03-26-2020 11:58 AM
The extent to which you see a difference in soft proofing is dependent on the paper. A white paper base and a smooth gloss/luster surface will show less effect than a matte surface (which is more absorbent) and/or an off white/ cream paper stock.
03-26-2020 12:11 PM
All I can say is I feel for you. It is not a defeat if you never get this. It is an issue Canon seems to have, and had, with this line of printers. I am not the know-it-all by far. I have, just like you, wasted a lot of ink and paper. I can't even remember the number of my first Pro printer, I think it was the Pro-9000. Same printer just a different number! Then an "A" model , and a 9500, and etc.
I don't soft proof. Do you have Lightroom also? A lot of the color, HSL, can be done in LR. It is even easier to use LR for that but print form PS. Now Of course I am coming froma Win 10 machine so your Mac could be different.
Of course the sample I am working on now isn't B&W but the HSL in LR is pretty easy. That is where the color balance can be done. Remember you may have to make your picture look strange on the screen but hopefully it will print out right.
03-26-2020 12:46 PM
Another thing our goals might be different. I am only concerned with a sellable print. Once I get to that point, I stop. When the client is satisfied so am I. Mr Hoffman likely knows very much more about printing to perfection than I. The example in my post was an attempt to make the print look old. The client loved it so I stopped. HSL is where that adjustment came from.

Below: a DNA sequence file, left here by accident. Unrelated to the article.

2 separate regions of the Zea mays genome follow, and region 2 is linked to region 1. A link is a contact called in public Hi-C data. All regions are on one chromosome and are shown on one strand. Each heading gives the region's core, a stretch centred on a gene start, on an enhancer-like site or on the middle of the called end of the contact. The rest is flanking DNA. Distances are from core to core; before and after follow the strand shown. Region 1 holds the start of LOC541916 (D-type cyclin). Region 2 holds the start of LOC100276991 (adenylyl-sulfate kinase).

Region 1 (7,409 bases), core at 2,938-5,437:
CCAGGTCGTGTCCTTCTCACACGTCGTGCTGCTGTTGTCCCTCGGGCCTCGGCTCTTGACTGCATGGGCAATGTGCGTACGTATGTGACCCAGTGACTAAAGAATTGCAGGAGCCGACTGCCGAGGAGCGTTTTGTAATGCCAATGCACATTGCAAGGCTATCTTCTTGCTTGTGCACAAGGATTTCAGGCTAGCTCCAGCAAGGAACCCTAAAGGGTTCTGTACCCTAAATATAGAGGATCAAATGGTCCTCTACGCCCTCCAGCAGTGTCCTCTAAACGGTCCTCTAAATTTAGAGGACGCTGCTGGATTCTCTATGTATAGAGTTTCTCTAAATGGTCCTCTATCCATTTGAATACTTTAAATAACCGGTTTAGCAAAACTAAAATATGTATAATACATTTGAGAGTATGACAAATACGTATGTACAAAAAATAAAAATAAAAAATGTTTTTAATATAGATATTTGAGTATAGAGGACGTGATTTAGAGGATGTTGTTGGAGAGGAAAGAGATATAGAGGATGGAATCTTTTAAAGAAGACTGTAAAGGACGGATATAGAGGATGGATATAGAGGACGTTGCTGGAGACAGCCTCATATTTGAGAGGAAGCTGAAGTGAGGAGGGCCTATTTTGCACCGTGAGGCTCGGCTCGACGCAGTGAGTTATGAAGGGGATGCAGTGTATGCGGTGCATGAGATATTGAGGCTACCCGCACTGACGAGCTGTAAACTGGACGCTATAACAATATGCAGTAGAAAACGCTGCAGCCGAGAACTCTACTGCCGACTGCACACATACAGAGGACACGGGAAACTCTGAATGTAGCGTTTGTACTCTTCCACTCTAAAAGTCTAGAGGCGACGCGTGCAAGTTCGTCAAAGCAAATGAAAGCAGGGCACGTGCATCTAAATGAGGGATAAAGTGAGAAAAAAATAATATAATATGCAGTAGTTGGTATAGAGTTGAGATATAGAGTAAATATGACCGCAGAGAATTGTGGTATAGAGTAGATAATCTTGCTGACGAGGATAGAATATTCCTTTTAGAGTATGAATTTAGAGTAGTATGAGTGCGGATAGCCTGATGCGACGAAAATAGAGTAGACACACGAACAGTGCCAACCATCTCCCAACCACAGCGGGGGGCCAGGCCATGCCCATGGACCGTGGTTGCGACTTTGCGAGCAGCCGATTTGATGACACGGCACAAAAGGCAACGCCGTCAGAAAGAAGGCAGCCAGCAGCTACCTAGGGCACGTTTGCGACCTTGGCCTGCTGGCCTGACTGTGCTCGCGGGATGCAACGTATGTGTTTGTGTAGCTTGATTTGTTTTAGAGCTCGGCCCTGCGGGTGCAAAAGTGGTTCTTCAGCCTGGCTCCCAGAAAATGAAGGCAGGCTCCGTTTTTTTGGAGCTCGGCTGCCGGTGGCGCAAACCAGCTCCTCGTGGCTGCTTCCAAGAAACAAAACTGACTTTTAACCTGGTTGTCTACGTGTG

WHile still on topic, are you sure your monitor is showing you what you are printing? On a Windows machine I can adjust the monitor. I imagine you can also on your Mac. It is imperative you get your grayscale correct. Brightness and contrast are important too but grayscale is mandatory. Monitors can tint the grayscale so you really don't know where you are with the printer.
03-26-2020 02:17 PM - edited 03-26-2020 02:17 PM
Ernie brings up a good point., especially for folks trying remote diagnosis/help.
It is essential that as many variables as possible be eliminated.
Whenever is complete a computer upgrade, or get a new paper to try, I always print the test image from this site:
The image is opened in the photo software and printed without any adjustment, regardless of how the image looks on-screen. The intent is to send the digiatl data stright from the file to the printer. You should use a semigloss or luster paper with a white base.
It should produce an excellent print. If not, there are printer problems that need to be addressed.
Once the printer is outputting a good print then the output can be compared to the computer monitor. You want the monitor to look like the print - as close as possible, they will never be exact.
Then, going forward, you should have good confidence that what you see on screen will show up on paper.
I also calibrate my monitor. From doing research and verifying via actual output I have settled on 5800K as a white point (vs 6500K that most calibation software defaults to) since it is closer to the white of photo paper. I also use a contrast ratio of 287:1, which is what the experts say is the contrast ratio that the human eye can perceive- its a setting selection in the profiling software.
I'm sorry we couldn't seem to resolve your issue Karl. I am focused on what you are telling us - it was working fine and now isn't. That leads me away from a paper choice issue and more of a local problem.
I can't come to grips with the fact that you and I seem to get different print dialogue window choices when we both have the same macOS, driver version and photo software.